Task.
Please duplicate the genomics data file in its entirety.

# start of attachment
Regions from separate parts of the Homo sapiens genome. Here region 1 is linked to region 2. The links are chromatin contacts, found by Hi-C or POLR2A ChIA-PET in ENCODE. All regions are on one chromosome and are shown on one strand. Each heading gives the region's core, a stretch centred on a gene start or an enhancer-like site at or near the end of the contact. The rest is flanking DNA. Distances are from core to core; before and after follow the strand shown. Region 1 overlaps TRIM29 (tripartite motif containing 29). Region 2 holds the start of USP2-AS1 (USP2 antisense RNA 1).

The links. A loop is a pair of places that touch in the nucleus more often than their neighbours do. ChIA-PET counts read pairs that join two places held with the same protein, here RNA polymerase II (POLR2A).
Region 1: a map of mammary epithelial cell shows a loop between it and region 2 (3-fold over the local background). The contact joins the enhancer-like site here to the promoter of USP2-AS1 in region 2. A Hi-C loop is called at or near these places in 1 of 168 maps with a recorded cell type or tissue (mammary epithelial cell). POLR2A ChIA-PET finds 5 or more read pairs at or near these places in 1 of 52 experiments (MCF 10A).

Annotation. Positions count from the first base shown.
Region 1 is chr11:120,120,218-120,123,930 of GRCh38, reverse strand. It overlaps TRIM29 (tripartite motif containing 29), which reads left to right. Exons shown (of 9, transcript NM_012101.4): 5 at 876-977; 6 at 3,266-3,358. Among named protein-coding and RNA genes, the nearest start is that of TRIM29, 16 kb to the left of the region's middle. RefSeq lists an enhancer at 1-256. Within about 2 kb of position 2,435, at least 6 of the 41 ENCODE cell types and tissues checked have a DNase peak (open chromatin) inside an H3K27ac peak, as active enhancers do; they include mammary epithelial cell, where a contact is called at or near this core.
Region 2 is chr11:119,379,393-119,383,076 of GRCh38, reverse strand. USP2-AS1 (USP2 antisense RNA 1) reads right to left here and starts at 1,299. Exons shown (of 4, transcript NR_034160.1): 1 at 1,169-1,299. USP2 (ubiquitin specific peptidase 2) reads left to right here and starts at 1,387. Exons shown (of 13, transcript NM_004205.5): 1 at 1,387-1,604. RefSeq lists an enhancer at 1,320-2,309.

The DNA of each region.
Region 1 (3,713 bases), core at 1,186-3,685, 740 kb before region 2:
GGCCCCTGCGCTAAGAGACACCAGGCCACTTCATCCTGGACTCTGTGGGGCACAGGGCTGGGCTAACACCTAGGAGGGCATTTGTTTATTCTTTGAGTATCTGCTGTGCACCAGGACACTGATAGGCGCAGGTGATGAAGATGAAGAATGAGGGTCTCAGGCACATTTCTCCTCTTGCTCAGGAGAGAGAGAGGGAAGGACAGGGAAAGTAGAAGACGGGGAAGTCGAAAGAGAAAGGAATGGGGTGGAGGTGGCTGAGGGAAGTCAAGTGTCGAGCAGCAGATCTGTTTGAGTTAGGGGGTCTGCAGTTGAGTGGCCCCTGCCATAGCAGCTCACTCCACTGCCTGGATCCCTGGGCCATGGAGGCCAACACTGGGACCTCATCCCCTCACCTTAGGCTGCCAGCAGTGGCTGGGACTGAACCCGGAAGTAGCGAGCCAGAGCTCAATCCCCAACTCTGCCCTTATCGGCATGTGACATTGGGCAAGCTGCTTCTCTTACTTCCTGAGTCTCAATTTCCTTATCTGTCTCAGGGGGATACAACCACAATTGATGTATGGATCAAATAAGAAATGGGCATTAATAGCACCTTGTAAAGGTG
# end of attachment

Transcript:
Regions from separate parts of the Homo sapiens genome. Here region 1 is linked to region 2. The links are chromatin contacts, found by Hi-C or POLR2A ChIA-PET in ENCODE. All regions are on one chromosome and are shown on one strand. Each heading gives the region's core, a stretch centred on a gene start or an enhancer-like site at or near the end of the contact. The rest is flanking DNA. Distances are from core to core; before and after follow the strand shown. Region 1 overlaps TRIM29 (tripartite motif containing 29). Region 2 holds the start of USP2-AS1 (USP2 antisense RNA 1).

The links. A loop is a pair of places that touch in the nucleus more often than their neighbours do. ChIA-PET counts read pairs that join two places held with the same protein, here RNA polymerase II (POLR2A).
Region 1: a map of mammary epithelial cell shows a loop between it and region 2 (3-fold over the local background). The contact joins the enhancer-like site here to the promoter of USP2-AS1 in region 2. A Hi-C loop is called at or near these places in 1 of 168 maps with a recorded cell type or tissue (mammary epithelial cell). POLR2A ChIA-PET finds 5 or more read pairs at or near these places in 1 of 52 experiments (MCF 10A).

Annotation. Positions count from the first base shown.
Region 1 is chr11:120,120,218-120,123,930 of GRCh38, reverse strand. It overlaps TRIM29 (tripartite motif containing 29), which reads left to right. Exons shown (of 9, transcript NM_012101.4): 5 at 876-977; 6 at 3,266-3,358. Among named protein-coding and RNA genes, the nearest start is that of TRIM29, 16 kb to the left of the region's middle. RefSeq lists an enhancer at 1-256. Within about 2 kb of position 2,435, at least 6 of the 41 ENCODE cell types and tissues checked have a DNase peak (open chromatin) inside an H3K27ac peak, as active enhancers do; they include mammary epithelial cell, where a contact is called at or near this core.
Region 2 is chr11:119,379,393-119,383,076 of GRCh38, reverse strand. USP2-AS1 (USP2 antisense RNA 1) reads right to left here and starts at 1,299. Exons shown (of 4, transcript NR_034160.1): 1 at 1,169-1,299. USP2 (ubiquitin specific peptidase 2) reads left to right here and starts at 1,387. Exons shown (of 13, transcript NM_004205.5): 1 at 1,387-1,604. RefSeq lists an enhancer at 1,320-2,309.

The DNA of each region.
Region 1 (3,713 bases), core at 1,186-3,685, 740 kb before region 2:
GGCCCCTGCGCTAAGAGACACCAGGCCACTTCATCCTGGACTCTGTGGGGCACAGGGCTGGGCTAACACCTAGGAGGGCATTTGTTTATTCTTTGAGTATCTGCTGTGCACCAGGACACTGATAGGCGCAGGTGATGAAGATGAAGAATGAGGGTCTCAGGCACATTTCTCCTCTTGCTCAGGAGAGAGAGAGGGAAGGACAGGGAAAGTAGAAGACGGGGAAGTCGAAAGAGAAAGGAATGGGGTGGAGGTGGCTGAGGGAAGTCAAGTGTCGAGCAGCAGATCTGTTTGAGTTAGGGGGTCTGCAGTTGAGTGGCCCCTGCCATAGCAGCTCACTCCACTGCCTGGATCCCTGGGCCATGGAGGCCAACACTGGGACCTCATCCCCTCACCTTAGGCTGCCAGCAGTGGCTGGGACTGAACCCGGAAGTAGCGAGCCAGAGCTCAATCCCCAACTCTGCCCTTATCGGCATGTGACATTGGGCAAGCTGCTTCTCTTACTTCCTGAGTCTCAATTTCCTTATCTGTCTCAGGGGGATACAACCACAATTGATGTATGGATCAAATAAGAAATGGGCATTAATAGCACCTTGTAAAGGTG